Congressional Member Organizations

Congressional Member Organizations : Their Purpose and Activities, History, and Formation

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This report examines the historical development and contemporary role of congressional Member organizations (CMOs) in the House and informal Member groups in both the House and the Senate. It discusses the differences between CMOs (which register with the Committee on House Administration) and informal Member groups (which do not register with the Committee on House Administration) and the reasons Members form these groups (often referred to as caucuses). The report also presents the rise and fall of legislative service organizations (LSOs), the House's decision in 1995 to issue regulations for establishing CMOs and governing their behavior, and the subsequent regulation of CMOs in the House by the Committee on House Oversight/Committee on House Administration. It provides a step-by-step guide for House Members and staff who might be interested in forming a CMO. Many of the steps in the guide may be of interest to Senators and their staff who are considering forming an informal Member group in the Senate. CMOs exist to affect public policy, either directly through policy advocacy for a region or an issue, or indirectly by attracting media attention, or through the socialization and orientation of their Members. Nearly all CMOs serve as forums for the exchange of information. Many hold regular Member or staff meetings, typically weekly, monthly, or quarterly depending on the legislative calendar, to exchange information and develop legislative strategy. Many CMOs also invite outside speakers and groups to make presentations to the CMO's members. There are seven types of CMOs: (1) intraparty CMOs promote the policy views of like-minded Members within a political party; (2) personal interest CMOs (the most prevalent type) typically focus on a broad, single concern, such as the environment or children, that is often under the jurisdiction of more than one committee; (3) industry CMOs advocate the interests of a particular industry; (4) regional CMOs champion the interests of a particular region; (5) state/district CMOs advocate the interests of a particular state or district; (6) national constituency CMOs advocate the interests of particular constituencies, such as women, minorities, and veterans; and (7) diplomacy CMOs concern themselves with improving foreign relations with another country or region of the world. In recent years, the number of CMOs and informal Member organizations has increased, more than doubling from the 108th Congress (350) to the 113th Congress (739). This increase has taken place even though House Members can no longer provide CMOs and informal Member groups congressional office space; use the congressional frank or lend them money to support their activities; use their Member Representational Allowance to directly support them as an independent entity; or accept goods, funds, or services from private organizations or individuals to support their activities. Despite the limitations imposed on the options available to House Members to support informal Member organizations, CMOs and, to a somewhat lesser extent given their ad-hoc nature, informal Member groups, have retained an important role in the congressional policymaking process. Their influence has endured largely because many Members continue to consider their participation in informal Member groups and CMOs as advantageous in achieving their primary goals of policy advocacy, reelection, and power within the more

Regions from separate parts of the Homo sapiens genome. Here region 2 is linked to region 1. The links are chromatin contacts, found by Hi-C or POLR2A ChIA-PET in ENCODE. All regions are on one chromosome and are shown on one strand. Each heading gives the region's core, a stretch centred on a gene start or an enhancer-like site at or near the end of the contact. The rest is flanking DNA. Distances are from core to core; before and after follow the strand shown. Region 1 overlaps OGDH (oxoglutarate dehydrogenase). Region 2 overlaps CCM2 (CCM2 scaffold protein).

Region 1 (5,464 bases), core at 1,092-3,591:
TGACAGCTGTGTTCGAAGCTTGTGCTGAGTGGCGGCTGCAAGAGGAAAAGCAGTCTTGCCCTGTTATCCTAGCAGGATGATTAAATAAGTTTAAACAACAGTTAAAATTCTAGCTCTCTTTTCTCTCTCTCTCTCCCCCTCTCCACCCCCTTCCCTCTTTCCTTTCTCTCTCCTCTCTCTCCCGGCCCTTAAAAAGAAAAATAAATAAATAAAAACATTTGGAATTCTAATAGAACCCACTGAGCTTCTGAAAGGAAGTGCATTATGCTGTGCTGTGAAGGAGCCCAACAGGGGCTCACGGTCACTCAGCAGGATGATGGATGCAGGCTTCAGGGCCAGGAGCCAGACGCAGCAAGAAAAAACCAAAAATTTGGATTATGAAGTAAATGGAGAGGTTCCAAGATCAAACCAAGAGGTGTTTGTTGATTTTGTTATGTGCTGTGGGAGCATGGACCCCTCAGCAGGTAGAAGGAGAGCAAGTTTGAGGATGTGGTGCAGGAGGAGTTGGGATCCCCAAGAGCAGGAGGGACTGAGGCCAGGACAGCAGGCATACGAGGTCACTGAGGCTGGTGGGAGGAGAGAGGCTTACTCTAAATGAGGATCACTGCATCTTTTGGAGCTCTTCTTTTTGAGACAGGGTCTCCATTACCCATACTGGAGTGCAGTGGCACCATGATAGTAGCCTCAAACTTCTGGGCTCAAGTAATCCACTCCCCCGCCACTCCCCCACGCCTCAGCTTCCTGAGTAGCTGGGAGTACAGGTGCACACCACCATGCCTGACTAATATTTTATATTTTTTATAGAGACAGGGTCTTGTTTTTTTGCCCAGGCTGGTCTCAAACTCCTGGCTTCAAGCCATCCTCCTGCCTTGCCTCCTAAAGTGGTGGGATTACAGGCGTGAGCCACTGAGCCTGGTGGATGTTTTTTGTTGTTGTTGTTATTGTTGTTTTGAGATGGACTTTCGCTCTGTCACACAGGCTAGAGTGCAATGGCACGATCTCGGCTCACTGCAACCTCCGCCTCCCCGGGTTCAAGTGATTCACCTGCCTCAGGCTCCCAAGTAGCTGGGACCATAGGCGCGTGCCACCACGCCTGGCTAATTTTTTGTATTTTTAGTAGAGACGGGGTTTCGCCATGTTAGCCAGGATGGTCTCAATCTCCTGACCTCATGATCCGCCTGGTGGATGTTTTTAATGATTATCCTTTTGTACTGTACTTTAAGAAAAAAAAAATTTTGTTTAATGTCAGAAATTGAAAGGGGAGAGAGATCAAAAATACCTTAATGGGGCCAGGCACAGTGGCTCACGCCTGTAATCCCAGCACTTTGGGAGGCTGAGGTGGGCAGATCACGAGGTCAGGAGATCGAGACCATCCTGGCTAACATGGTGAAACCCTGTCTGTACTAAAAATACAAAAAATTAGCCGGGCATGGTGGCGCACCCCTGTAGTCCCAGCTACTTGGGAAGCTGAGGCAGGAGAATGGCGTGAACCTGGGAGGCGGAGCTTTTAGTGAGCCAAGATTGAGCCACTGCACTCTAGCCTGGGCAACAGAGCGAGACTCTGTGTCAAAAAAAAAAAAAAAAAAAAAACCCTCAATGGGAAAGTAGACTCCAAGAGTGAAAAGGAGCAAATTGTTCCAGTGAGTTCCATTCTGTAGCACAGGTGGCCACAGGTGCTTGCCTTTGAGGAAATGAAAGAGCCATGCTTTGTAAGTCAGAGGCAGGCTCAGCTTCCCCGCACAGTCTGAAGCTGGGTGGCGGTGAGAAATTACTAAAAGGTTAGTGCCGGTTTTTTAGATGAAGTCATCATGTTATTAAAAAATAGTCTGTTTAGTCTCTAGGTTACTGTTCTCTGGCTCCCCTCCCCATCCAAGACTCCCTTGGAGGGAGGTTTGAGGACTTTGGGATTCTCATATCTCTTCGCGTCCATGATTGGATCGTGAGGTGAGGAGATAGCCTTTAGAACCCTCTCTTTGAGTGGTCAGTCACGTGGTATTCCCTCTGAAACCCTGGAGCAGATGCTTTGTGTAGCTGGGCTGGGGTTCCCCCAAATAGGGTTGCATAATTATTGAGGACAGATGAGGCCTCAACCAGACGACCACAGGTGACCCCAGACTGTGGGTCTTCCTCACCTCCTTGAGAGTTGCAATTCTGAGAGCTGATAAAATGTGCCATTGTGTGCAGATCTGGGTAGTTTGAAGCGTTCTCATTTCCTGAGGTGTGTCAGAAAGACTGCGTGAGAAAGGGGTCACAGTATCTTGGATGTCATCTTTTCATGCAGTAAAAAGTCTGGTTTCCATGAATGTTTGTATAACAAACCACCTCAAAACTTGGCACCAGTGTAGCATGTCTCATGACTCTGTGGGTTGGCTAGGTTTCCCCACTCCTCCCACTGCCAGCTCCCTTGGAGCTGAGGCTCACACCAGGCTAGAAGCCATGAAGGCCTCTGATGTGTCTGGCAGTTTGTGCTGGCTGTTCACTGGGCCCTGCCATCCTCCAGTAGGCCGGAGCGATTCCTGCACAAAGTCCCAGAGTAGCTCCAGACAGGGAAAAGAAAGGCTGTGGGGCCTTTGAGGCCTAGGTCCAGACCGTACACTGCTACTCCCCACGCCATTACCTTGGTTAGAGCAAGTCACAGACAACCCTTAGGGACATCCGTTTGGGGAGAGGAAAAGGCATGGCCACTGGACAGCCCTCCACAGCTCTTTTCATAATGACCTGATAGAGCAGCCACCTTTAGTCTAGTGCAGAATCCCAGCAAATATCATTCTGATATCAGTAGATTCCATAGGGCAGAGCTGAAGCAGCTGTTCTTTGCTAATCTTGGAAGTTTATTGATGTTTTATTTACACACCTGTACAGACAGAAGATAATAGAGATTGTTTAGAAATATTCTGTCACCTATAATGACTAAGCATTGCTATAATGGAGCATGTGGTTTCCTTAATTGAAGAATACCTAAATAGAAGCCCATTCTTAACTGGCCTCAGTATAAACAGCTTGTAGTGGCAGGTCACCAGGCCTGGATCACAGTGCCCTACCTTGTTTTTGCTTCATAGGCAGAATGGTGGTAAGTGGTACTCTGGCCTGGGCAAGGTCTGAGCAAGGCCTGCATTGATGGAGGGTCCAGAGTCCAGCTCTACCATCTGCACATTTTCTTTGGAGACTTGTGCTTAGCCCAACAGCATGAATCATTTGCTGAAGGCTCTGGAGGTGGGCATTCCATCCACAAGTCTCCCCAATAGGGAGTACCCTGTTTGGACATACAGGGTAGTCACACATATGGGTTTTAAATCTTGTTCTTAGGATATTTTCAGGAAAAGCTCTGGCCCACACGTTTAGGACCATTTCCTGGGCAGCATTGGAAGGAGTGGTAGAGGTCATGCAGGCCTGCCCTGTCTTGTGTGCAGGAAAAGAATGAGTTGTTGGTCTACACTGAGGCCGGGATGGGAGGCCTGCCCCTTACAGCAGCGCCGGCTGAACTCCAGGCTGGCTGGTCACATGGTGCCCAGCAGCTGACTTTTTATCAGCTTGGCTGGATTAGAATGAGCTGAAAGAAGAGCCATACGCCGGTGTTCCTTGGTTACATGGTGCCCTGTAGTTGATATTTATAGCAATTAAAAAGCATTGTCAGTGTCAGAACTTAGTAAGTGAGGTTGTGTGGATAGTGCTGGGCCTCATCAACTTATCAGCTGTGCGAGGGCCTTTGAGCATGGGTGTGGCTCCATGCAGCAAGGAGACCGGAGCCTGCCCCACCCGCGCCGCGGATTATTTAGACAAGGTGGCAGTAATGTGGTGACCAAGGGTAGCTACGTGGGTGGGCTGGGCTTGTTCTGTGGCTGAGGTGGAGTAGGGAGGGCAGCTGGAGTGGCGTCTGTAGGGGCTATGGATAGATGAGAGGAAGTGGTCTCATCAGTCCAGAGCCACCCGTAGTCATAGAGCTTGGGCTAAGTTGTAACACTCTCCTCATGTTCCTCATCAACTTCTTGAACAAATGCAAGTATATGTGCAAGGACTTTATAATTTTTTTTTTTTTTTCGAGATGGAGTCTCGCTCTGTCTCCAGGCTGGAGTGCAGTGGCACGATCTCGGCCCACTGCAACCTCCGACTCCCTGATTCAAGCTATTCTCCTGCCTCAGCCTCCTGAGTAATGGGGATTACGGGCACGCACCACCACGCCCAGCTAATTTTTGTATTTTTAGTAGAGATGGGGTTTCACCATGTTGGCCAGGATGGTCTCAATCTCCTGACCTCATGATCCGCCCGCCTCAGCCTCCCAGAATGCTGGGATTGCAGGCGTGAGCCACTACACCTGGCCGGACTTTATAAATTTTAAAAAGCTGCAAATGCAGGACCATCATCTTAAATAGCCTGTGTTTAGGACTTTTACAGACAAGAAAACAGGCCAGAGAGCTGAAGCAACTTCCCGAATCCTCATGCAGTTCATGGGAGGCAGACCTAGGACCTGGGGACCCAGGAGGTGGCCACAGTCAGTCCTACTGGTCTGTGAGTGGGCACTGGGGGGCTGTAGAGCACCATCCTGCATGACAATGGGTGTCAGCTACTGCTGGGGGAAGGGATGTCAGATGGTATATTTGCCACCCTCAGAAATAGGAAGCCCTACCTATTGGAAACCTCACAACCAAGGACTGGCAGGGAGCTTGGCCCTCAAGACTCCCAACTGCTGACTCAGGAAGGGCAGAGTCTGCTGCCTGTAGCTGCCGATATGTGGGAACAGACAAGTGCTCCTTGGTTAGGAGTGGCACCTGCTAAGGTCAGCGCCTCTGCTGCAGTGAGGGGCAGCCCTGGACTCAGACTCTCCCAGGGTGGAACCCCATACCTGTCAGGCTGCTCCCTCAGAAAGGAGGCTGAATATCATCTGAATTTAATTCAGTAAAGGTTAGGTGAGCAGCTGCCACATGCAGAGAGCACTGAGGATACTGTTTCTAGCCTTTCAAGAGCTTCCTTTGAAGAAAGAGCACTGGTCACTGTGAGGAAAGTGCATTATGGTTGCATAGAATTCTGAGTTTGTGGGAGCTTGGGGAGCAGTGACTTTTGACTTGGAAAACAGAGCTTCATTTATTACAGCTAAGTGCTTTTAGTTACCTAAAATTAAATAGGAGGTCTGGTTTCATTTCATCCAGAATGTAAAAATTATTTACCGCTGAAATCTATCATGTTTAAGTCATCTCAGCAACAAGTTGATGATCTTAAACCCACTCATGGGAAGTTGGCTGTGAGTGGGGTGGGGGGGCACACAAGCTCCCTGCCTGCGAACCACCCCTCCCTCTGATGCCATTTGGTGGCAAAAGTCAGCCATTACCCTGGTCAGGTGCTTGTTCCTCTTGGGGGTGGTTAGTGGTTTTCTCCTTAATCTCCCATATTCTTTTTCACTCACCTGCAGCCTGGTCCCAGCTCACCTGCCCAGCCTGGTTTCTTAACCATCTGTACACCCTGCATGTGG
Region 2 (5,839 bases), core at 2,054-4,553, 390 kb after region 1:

Product details

  • Paperback | 30 pages
  • 215.9 x 279.4 x 1.78mm | 127.01g
  • Createspace
  • United States
  • English
  • black & white illustrations
  • 150860200X
  • 9781508602002